LAGRANGE — THINC College & Career Academy is one of 10 schools nationwide to win a grant for a “makeover.”
More than 640 schools from all 50 states and Washington, D.C., entered the CTE Makeover Challenge, states a press release from the U.S. Department of Education. The academy was awarded $20,000 in funds, which will be used for materials to turn a space in the school’s business lab into what the challenge designates as a “makerspace … an environment or facility that provides resources, materials and equipment for students to conceive, create and collaborate through making,” its website states.
In this case, the space will be used for a collaborative project between the school’s business/marketing and engineering students.
“We had a large space in the business lab and came up with the idea to use that and have engineering students develop some type of product that the marketing students can make a plan to sell,” said Kathy Carlisle, CEO of THINC academy. “… We decided one of our goals in the disciplinary projects, math, science, engineering … all our career pathways can work together in a collaborative effort to see how a business operates, and (the challenge) was a unique opportunity to bring all that together.”
The CTE Challenge website states its goal is to encourage hands-on learning and creativity through envisioning, manufacturing, testing and demonstrating students’ ideas. It also is aimed at promoting collaboration, planning and critical thinking.
Carlisle said the state had transferred the funds to the school this week, but was unsure when work on the “makerspace” would begin. It will be implemented in time for the upcoming school year, she said. Once the school has the equipment, it will continue to use it each school year so future classes have a chance to create and market new products.
The program also can create new opportunities for collaboration with businesses, Carlisle said.
“What we would hope to do is engage the business community to help develop products and product lines, and mentor students in a guidance type way,” Carlisle said.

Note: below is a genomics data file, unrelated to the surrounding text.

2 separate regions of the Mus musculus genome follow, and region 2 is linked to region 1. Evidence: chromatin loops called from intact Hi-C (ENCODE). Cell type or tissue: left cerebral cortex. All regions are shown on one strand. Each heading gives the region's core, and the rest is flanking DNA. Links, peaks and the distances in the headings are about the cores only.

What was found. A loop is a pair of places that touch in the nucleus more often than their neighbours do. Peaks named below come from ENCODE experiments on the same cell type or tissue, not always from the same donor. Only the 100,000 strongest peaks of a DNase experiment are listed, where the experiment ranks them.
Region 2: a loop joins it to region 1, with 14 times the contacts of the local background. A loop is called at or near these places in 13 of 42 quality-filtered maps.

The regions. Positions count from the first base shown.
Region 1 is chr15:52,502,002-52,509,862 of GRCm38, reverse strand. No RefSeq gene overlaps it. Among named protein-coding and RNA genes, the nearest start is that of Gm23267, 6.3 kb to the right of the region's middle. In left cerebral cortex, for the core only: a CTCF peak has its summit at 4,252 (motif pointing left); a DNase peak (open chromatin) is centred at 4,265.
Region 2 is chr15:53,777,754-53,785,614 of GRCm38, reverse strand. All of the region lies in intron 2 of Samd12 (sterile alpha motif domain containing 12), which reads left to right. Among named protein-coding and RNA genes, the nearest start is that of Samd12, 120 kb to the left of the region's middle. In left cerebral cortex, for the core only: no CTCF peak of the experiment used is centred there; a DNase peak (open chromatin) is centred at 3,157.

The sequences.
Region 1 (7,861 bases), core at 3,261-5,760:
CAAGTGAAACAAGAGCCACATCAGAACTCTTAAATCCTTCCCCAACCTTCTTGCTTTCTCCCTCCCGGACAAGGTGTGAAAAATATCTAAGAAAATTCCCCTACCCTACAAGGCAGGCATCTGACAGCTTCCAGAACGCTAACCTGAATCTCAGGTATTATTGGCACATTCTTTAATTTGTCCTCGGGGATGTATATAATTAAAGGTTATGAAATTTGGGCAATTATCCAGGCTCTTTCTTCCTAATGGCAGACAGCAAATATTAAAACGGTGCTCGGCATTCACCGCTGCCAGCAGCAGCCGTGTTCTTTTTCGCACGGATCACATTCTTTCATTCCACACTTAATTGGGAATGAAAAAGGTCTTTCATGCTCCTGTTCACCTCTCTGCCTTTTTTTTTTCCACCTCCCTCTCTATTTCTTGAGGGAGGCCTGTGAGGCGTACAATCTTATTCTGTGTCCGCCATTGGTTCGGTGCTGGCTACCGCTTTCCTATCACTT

The school also received kudos from 3rd Congressional District U.S. Rep. Lynn Westmoreland for the grant award.
“Congratulations to THINC College & Career Academy in LaGrange, Georgia, on being named a CTE Makeover Challenge Prize Winner!” reads a post on his Facebook page. “By 2020, two-thirds of all jobs will require some sort of accreditation. I am proud that we have such fine technical and career colleges in (Georgia), such as THINC, to prepare our students for the workforce of the future.”
As a winning school, THINC will receive $20,000 and a share of in-kind prizes from more than $375,000 in a sponsor prize pool to build its “makerspace.”
The list of 10 winning schools was announced June 17 at the White House Champions of Change event in support of the President’s Nation of Makers Initiative. Launched in March, the CTE Makeover Challenge called on high schools to design “makerspaces” that strengthen next-generation career and technical skills.
Eligible schools were invited to participate in a six week bootcamp program to further develop their “makerspace” ideas, and submit their final plans to be considered for prizes.
More information about the challenge is available at CTEMakeoverChallenge.com.
A press release from the U.S. Department of Education contributed to this report.
Reach LaGrange Daily News editor Matthew Strother at 706-884-7311, 2153.